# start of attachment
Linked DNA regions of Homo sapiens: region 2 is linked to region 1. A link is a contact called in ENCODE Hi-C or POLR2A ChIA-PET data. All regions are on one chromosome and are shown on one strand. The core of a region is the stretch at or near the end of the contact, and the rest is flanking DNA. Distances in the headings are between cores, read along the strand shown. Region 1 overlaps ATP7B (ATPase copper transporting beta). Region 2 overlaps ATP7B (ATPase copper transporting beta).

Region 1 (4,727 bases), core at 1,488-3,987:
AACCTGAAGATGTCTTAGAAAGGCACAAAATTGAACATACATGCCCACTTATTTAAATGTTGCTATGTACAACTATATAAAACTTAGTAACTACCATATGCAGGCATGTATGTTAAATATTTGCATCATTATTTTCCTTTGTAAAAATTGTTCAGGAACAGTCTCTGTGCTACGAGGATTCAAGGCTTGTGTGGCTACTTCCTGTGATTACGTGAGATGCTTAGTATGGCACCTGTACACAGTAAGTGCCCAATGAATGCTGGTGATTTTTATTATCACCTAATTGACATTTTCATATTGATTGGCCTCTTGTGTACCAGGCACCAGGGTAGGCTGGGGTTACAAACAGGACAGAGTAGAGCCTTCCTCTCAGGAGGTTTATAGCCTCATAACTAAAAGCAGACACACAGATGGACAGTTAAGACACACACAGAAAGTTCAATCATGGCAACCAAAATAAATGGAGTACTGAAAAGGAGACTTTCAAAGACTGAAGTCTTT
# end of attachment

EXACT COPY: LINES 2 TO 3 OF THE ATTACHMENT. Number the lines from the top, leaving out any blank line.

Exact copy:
Region 1 (4,727 bases), core at 1,488-3,987:
AACCTGAAGATGTCTTAGAAAGGCACAAAATTGAACATACATGCCCACTTATTTAAATGTTGCTATGTACAACTATATAAAACTTAGTAACTACCATATGCAGGCATGTATGTTAAATATTTGCATCATTATTTTCCTTTGTAAAAATTGTTCAGGAACAGTCTCTGTGCTACGAGGATTCAAGGCTTGTGTGGCTACTTCCTGTGATTACGTGAGATGCTTAGTATGGCACCTGTACACAGTAAGTGCCCAATGAATGCTGGTGATTTTTATTATCACCTAATTGACATTTTCATATTGATTGGCCTCTTGTGTACCAGGCACCAGGGTAGGCTGGGGTTACAAACAGGACAGAGTAGAGCCTTCCTCTCAGGAGGTTTATAGCCTCATAACTAAAAGCAGACACACAGATGGACAGTTAAGACACACACAGAAAGTTCAATCATGGCAACCAAAATAAATGGAGTACTGAAAAGGAGACTTTCAAAGACTGAAGTCTTT